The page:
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Merlin Mann | Oct 13 2006
This has been mentioned here before (just in comments, I think), but I have to repeat: I can't say enough good things about Doodle. It takes the idiotically over-complicated problem of figuring out when all of n people are available to do something, and in the simplest way conceivable, polls all the participants to find the optimal time and date.
I'm always thrilled when colleagues send a meeting invite in the form of a Doodle email; it requires zero fiddling on my part and pleasantly skirts the need for the endless email threads that most people rely on to get a group of people extant in one time-space unit.
I'm risking the indignity of a double-post on an "old" link for a good reason: with all the foam and fuss over "Web 2.0," and the ever higher (Ever! Higher!) technology we shovel to solve stupid human problems, it's refreshing to see adoption of a tool that ends up being no more complicated than a white board with electrical-tape columns.
I wish stuff like Doodle would inspire more developers to start with the Simplest Thing That Could Possibly Work. No Arial Rounded, no whizzy AJAX, and no angel-round-attracting gradients. Just a modest solution to a single dumb problem. That is a life hack, defined.
What's your favorite idiotically simple web tool right now?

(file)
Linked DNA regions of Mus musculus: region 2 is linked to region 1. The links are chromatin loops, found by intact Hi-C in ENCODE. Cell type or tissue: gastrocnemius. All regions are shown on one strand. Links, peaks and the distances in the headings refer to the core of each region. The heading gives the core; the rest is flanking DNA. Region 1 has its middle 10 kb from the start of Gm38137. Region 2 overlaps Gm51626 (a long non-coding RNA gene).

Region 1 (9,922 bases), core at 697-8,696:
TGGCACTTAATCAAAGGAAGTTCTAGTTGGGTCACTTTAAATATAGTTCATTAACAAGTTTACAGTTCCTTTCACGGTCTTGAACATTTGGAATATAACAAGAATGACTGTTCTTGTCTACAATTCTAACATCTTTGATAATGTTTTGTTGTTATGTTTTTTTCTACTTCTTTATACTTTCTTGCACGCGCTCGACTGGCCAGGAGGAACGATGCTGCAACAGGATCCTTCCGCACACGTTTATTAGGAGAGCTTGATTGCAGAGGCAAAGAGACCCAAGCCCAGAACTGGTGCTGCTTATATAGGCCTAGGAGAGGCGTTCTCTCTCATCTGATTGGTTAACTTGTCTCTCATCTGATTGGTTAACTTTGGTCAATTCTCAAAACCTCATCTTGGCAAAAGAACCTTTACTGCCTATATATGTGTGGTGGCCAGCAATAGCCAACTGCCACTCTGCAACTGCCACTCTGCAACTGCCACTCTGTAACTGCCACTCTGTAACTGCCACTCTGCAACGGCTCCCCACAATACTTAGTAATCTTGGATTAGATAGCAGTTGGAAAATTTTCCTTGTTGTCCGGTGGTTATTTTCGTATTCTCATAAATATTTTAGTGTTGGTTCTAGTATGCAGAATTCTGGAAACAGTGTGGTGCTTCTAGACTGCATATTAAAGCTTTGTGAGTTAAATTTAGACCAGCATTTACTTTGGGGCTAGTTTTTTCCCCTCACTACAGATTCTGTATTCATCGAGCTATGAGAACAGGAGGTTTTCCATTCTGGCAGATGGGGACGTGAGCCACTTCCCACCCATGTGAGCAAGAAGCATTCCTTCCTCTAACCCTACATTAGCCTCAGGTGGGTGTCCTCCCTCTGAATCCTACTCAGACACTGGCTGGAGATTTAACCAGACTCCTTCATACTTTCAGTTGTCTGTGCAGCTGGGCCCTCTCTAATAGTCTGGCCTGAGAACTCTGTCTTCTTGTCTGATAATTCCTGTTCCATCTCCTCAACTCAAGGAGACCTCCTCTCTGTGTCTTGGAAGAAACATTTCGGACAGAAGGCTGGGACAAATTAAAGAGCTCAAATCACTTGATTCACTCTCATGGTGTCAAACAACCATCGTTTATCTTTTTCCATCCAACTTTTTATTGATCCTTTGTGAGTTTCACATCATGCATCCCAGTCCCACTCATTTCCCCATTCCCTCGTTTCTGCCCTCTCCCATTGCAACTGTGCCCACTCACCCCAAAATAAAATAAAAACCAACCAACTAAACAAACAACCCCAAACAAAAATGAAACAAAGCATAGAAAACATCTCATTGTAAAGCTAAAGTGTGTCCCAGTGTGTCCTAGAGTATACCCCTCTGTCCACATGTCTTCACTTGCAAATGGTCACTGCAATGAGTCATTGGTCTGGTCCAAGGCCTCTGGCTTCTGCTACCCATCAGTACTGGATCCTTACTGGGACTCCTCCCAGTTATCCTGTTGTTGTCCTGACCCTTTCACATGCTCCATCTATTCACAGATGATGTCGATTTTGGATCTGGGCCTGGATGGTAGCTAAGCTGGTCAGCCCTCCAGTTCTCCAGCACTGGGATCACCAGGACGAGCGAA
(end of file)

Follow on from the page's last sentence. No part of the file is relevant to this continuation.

Merlin Mann | Sep 15 2006
My usage of Mail Act-On, while far from novel, has revolutionized the speed with which I can blow through email processing.
If you've never seen it before, Mail Act-On is a very clever Mail.app plugin that lets you create key commands that execute Rules you've generated in your Preferences. Sounds pretty dull, right? Absolutely. Until you start putting this stuff into action and learn how painfully slow all that draggy mc drag drag business is. Here's how I've set mine up.read more »
Merlin Mann | Sep 1 2006
Glenn Wolsey has a great little post on how he's set up and is using Mail.app. He's got some very smart stuff here, including an intriguing approach to minimalist mailbox management:
The "Interesting" folder is a new one to me, and, although I personally favor a more verb-y approach to my email buckets, that would be a cool way to bubble up stuff you don't want to miss after a big round of processing.
As we covered in Inbox Zero, it's all about liberating the actions out of your mail. Like any of this stuff, if the system makes sense to you and gives you transparent affordances for instantly knowing "where it goes" and "what you need to do about it," then you're on to something.
Nice work, Glenn!
Merlin Mann | Aug 27 2006
I'm working on an article about email tricks for one of your finer magazines, and -- as you might imagine -- when it comes to the inevitable Windows stuff, I'm a bit light in the useful tips department. So, I turn to you Redmond-using smarties for help.
Do you have a favorite application, plugin, trick, or hack for bending Windows email to your will? Double-credit for Outlook add-ons that garden-variety users can install without fancy root-style access. Whence comes your magic Windows fu?